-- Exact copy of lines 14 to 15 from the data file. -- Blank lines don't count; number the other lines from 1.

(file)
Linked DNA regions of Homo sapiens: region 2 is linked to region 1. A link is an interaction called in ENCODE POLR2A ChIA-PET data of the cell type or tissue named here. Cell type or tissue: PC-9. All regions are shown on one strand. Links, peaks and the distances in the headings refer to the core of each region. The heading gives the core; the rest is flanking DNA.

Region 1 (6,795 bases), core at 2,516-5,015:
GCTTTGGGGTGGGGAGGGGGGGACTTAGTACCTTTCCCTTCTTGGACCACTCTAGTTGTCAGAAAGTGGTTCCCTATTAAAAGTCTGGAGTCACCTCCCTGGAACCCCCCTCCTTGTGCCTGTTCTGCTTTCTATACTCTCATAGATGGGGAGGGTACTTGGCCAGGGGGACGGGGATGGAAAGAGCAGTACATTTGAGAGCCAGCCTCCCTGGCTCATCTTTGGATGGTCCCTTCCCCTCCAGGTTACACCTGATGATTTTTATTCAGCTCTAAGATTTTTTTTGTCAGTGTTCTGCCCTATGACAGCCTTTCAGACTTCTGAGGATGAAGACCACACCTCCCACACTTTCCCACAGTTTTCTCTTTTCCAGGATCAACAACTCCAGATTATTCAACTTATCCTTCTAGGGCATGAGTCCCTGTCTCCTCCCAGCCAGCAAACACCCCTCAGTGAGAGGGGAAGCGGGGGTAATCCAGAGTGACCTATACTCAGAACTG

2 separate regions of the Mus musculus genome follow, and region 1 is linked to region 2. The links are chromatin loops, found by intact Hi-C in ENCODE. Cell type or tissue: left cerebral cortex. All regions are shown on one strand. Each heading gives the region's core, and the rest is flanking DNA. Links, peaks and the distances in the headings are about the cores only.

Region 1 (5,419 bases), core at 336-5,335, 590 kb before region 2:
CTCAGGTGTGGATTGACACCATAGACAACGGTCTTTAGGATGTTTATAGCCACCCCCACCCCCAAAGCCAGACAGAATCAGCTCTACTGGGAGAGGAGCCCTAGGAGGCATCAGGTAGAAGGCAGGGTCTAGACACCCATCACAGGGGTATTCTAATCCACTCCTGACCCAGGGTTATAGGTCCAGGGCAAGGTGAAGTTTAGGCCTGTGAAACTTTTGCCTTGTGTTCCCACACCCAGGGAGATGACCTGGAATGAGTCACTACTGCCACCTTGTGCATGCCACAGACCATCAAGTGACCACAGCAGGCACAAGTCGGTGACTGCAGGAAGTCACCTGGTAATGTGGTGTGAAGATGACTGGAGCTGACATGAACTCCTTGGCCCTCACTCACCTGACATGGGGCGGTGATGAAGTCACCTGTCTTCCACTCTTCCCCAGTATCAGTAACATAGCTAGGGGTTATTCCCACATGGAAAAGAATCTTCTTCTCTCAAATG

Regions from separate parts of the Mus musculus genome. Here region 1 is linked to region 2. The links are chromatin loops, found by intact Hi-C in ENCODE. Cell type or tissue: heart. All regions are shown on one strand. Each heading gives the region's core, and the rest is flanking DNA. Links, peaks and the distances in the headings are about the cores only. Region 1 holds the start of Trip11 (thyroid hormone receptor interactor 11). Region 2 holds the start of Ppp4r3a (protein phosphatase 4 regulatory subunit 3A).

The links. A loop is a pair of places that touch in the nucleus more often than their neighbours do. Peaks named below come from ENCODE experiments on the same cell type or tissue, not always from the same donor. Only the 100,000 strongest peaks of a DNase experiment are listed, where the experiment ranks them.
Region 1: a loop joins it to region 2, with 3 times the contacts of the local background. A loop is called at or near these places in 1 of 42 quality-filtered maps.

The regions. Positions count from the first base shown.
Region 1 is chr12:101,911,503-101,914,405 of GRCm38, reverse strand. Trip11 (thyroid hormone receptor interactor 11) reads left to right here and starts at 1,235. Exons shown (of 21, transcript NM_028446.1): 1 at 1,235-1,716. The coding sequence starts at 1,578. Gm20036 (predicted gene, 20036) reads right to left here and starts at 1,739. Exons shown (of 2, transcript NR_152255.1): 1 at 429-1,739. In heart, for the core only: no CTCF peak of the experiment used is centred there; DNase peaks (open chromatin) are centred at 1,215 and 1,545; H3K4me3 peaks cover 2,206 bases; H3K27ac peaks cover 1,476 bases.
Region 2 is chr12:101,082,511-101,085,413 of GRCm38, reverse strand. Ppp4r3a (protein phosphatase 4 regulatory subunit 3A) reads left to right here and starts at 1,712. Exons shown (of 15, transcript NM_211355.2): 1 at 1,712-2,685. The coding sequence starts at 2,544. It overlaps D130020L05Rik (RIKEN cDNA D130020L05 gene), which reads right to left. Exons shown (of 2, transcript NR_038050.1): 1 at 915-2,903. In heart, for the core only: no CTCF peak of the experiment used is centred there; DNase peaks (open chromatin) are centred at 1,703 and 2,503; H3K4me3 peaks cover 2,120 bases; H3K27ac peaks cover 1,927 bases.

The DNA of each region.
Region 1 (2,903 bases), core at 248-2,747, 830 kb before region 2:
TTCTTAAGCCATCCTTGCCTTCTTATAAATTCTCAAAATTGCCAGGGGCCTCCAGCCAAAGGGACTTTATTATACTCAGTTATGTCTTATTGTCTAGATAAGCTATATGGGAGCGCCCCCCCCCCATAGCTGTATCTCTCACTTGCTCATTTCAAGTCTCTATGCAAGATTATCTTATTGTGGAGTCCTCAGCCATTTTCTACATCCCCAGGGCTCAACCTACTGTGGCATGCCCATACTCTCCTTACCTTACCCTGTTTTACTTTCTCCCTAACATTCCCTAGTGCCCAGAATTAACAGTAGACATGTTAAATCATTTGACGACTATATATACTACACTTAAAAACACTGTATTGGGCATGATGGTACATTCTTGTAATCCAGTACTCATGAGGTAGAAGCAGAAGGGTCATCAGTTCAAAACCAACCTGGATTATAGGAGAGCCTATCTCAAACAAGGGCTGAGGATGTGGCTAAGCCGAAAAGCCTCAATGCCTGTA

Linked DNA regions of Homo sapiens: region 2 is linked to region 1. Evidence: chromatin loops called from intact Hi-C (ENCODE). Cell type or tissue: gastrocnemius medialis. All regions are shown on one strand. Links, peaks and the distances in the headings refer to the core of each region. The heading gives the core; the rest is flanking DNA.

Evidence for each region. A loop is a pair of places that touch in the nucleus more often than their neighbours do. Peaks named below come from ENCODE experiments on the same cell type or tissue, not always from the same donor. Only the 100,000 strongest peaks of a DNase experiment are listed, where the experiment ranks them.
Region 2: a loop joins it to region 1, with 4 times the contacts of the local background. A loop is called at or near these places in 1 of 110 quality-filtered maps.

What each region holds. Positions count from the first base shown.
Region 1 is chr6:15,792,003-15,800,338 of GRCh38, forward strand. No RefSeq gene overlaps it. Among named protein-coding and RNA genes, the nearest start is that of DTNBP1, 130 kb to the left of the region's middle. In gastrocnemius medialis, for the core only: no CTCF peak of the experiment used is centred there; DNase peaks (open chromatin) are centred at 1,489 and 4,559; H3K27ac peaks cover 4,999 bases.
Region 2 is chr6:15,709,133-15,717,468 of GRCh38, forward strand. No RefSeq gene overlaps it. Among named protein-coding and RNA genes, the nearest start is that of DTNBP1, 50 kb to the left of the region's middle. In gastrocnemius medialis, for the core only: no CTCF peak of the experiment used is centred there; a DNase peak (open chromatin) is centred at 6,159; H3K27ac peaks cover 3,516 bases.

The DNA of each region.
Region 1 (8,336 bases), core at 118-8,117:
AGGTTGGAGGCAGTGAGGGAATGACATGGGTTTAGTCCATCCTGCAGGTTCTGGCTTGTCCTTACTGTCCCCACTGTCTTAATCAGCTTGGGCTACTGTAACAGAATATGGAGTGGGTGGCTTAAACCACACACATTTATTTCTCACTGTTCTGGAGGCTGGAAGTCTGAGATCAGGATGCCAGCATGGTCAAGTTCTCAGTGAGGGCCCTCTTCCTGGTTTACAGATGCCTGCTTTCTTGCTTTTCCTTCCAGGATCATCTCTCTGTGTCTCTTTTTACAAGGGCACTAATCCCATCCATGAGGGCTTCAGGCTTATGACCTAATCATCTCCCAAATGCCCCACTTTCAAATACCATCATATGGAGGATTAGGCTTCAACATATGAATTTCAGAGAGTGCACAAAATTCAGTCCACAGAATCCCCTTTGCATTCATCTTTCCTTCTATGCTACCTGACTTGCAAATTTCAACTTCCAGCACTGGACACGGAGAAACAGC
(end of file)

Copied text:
Region 1 (2,903 bases), core at 248-2,747, 830 kb before region 2:
TTCTTAAGCCATCCTTGCCTTCTTATAAATTCTCAAAATTGCCAGGGGCCTCCAGCCAAAGGGACTTTATTATACTCAGTTATGTCTTATTGTCTAGATAAGCTATATGGGAGCGCCCCCCCCCCATAGCTGTATCTCTCACTTGCTCATTTCAAGTCTCTATGCAAGATTATCTTATTGTGGAGTCCTCAGCCATTTTCTACATCCCCAGGGCTCAACCTACTGTGGCATGCCCATACTCTCCTTACCTTACCCTGTTTTACTTTCTCCCTAACATTCCCTAGTGCCCAGAATTAACAGTAGACATGTTAAATCATTTGACGACTATATATACTACACTTAAAAACACTGTATTGGGCATGATGGTACATTCTTGTAATCCAGTACTCATGAGGTAGAAGCAGAAGGGTCATCAGTTCAAAACCAACCTGGATTATAGGAGAGCCTATCTCAAACAAGGGCTGAGGATGTGGCTAAGCCGAAAAGCCTCAATGCCTGTA